Interactive Investor

10 blue-chip shares for contrarian investors

22nd July 2021 13:04

Ben Hobson from Stockopedia

Stockopedia’s Ben Hobson takes a contrarian approach to British large-caps, seeing scope to pinpoint unloved stocks that might bounce back.

Eighty years ago, an investor called John Templeton made a series of trades that eventually helped to cement his status as one of the world’s most-respected value investing ‘contrarians’.

With America just emerging from the Great Depression, Templeton (who was only in his late 20s at the time) sensed an opportunity. He bought $100 of every stock trading below $1 on the New York and American stock exchanges, paying around $10,400 for stakes in 104 companies. Four years later, 34 of those companies had gone bust but he had still made four times his money.

Templeton went on to build a career as an investor who was prepared to look almost anywhere in the world to find value. His strategy marked him out as a contrarian, which was summed up in one of his best-known quotes: “Bull markets are born in pessimism, grow on skepticism, mature on optimism and die on euphoria. The time of maximum pessimism is the best time to buy, and the time of maximum optimism is the best time to sell.”

Back to the present day, markets have been broadly bullish this year, and even this week’s fall in prices now looks like a momentary blip. But that doesn’t mean that contrarian value opportunities aren’t out there...

The makings of a contrarian

Contrarian investors go against the herd. They take the psychologically difficult route of buying stocks that most of us won’t touch. These are the investors who target unloved, perhaps even distressed companies, on the basis that a change in conditions will likely see them recover. It was contrarians who made serious money in the early months and years of recovery after the dotcom crash and the financial crisis.

Evidence shows that human nature is likely to have us run for cover in the face of danger. That’s why contrarianism is so counter-intuitive to many investors, even though it can work well over time.

In his book Contrarian Investment Strategies, David Dreman, another value-focused contrarian investor, wrote that “favored stocks underperform the market, while out-of-favor companies outperform the market, but the reappraisal often happens slowly, even glacially”.

Yet despite the challenges faced by contrarians, Dreman insists it’s worth the wait. He says that the re-evaluation process, which is heavily influenced by investor behaviour, is the key to large and consistent profits in the marketplace. “As long as investors believe they can pinpoint the future of favored and out-of-favor stocks, you should be able to make good returns on contrarian strategies.”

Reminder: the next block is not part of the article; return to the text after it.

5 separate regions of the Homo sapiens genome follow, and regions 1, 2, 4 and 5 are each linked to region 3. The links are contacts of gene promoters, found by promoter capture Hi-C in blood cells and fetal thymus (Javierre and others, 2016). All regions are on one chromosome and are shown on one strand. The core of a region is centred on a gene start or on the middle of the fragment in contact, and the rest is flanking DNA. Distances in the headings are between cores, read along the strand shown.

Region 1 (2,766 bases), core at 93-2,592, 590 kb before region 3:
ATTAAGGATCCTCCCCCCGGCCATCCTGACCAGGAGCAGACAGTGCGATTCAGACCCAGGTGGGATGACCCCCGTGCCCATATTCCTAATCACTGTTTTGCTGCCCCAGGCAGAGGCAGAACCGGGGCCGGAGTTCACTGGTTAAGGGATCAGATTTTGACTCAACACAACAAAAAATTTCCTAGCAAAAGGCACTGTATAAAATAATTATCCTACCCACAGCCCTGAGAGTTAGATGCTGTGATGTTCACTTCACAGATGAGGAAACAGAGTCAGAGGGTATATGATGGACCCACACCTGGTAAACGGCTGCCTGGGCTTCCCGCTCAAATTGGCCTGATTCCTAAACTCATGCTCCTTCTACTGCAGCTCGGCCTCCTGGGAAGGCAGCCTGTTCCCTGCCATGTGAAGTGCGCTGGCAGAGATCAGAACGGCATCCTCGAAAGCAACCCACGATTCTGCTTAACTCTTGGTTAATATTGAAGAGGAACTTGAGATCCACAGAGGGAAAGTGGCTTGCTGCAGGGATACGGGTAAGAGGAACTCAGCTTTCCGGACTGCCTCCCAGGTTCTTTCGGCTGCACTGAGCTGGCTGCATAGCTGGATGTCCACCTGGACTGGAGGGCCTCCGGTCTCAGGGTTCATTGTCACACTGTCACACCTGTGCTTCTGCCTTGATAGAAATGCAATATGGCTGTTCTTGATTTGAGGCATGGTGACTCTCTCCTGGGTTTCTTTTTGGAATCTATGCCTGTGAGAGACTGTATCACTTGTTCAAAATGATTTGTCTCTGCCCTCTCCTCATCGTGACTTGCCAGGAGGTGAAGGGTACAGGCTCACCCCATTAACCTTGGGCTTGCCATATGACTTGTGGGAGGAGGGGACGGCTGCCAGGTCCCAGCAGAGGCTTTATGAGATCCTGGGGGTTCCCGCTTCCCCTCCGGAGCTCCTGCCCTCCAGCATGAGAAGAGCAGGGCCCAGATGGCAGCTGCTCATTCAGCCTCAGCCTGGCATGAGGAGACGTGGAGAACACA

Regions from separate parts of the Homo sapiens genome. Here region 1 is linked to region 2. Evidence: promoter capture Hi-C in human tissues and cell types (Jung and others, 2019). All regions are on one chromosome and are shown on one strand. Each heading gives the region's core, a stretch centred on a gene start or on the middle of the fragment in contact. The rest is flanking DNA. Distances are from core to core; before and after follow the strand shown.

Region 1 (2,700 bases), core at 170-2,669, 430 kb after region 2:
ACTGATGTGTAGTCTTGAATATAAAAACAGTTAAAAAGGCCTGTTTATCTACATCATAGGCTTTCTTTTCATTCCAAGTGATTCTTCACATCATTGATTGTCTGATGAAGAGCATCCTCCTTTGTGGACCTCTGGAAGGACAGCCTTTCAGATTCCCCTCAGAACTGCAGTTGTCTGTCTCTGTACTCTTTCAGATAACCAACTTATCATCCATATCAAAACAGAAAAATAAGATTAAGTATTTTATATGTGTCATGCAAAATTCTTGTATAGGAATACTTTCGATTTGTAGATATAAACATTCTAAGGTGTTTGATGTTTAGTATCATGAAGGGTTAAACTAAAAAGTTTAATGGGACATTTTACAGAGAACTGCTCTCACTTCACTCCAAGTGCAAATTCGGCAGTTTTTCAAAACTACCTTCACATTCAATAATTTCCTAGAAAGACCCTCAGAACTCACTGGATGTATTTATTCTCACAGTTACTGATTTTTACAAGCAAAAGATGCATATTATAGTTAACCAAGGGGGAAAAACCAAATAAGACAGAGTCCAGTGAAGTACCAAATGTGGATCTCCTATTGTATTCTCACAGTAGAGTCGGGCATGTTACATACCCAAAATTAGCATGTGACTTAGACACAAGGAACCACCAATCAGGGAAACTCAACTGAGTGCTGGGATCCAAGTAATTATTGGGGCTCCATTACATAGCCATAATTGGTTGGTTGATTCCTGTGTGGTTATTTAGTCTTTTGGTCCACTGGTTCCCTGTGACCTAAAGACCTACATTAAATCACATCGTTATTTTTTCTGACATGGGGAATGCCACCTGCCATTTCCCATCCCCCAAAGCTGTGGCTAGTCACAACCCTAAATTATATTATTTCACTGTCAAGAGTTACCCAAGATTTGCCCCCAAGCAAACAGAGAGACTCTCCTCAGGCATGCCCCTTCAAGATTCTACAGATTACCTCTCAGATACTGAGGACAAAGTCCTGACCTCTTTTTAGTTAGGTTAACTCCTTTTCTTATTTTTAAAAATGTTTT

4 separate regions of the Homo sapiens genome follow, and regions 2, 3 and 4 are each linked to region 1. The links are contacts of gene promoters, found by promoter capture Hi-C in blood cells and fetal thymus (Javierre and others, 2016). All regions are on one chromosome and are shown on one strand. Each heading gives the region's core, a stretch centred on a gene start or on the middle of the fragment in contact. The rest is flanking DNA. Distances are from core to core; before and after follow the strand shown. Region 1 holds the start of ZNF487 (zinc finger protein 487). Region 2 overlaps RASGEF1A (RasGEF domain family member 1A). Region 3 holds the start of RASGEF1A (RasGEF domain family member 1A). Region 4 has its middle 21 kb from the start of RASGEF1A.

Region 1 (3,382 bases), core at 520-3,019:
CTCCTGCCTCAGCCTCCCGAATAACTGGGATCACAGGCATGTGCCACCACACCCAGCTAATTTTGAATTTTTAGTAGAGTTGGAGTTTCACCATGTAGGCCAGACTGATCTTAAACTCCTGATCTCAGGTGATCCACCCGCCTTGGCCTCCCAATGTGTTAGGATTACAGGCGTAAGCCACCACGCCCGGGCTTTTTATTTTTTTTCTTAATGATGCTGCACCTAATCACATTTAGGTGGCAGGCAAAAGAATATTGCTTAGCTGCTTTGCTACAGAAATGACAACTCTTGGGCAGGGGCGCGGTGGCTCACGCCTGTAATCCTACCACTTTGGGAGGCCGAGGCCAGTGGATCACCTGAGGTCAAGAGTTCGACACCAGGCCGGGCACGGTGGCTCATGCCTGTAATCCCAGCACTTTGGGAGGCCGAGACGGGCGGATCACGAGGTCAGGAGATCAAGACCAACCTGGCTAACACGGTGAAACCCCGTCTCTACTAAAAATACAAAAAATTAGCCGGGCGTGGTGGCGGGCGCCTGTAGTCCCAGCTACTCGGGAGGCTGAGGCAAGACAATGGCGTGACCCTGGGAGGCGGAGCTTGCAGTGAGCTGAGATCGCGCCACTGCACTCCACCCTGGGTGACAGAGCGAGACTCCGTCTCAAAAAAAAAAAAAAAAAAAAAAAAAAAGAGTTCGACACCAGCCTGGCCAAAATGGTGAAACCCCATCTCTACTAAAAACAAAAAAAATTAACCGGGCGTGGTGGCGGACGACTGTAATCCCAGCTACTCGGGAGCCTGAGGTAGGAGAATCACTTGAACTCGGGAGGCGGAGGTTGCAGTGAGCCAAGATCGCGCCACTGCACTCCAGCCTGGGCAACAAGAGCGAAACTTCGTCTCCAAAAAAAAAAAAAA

Hunting for unloved shares

With this in mind, we’ve taken a contrarian approach to British large-caps this week. As the market continues to recover from the disruption of Covid, there could be scope to pinpoint unloved stocks that might bounce back.

The screening rules use Stockopedia’s Quality & Value ranking measures to find large-caps with the strongest combinations of appealing valuation and high quality (where zero is poor and 100 is excellent). We’ve added the 0-9 Piotroski F-Score as a score of financial strength, as well as the forward PE ratios (as a measure of valuation) on these stocks. While these rules will highlight companies that have hit setbacks, the idea is that their quality could be enough to support a recovery over time.

Royal Mail (LSE:RMG) - a long-time value stock that has performed well over the past 18 months - leads the list of large-cap contrarians. Among the others, it’s joined by mining shares such as Ferrexpo (LSE:FXPO), Rio Tinto (LSE:RIO) and Polymetal (LSE:POLY) and out-of-favour tobacco stocks such as Imperial Brands (LSE:IMB) and British American Tobacco (LSE:BATS).



Mkt Cap (£m)

Quality & Value Rank

Piotroski F-Score

Forward P/E Ratio


Royal Mail (LSE:RMG)






Kingfisher (LSE:KGF)





Consumer Cyclicals

Ferrexpo (LSE:FXPO)





Basic Materials

Persimmon (LSE:PSN)





Consumer Cyclicals

Imperial Brands (LSE:IMB)





Consumer Defensives







Rio Tinto (LSE:RIO)





Basic Materials

British American Tobacco (LSE:BATS)





Consumer Defensives

Polymetal (LSE:POLY)





Basic Materials







Whether it’s an embattled stock or sector, a broader market dip or even a bear market, contrarian investors love moving away from the herd. This value-focused strategy looks for good-quality shares at relatively cheap prices, but it takes mental strength and relies on the key rule of value investing that, over time, the market will price fundamentals correctly.

Over the past 18 months, we’ve seen how quickly the market can change its view of previously unloved shares and out-of-favour industries and sectors. These rapid changes can lead to very strong performances - and that’s something we may continue to see as the next phase of Covid (and its impact on the economy) plays out.

As Sir John Templeton said: “If you want to have a better performance than the crowd, you must do things differently from the crowd.”

About Stockopedia

Stockopedia helps individual investors beat the stock market by providing stock rankings, screening tools, portfolio analytics and premium editorial. The service takes an evidence-based approach to investing, and uses the principles of factor investing and behavioural finance to help investors make better decisions.

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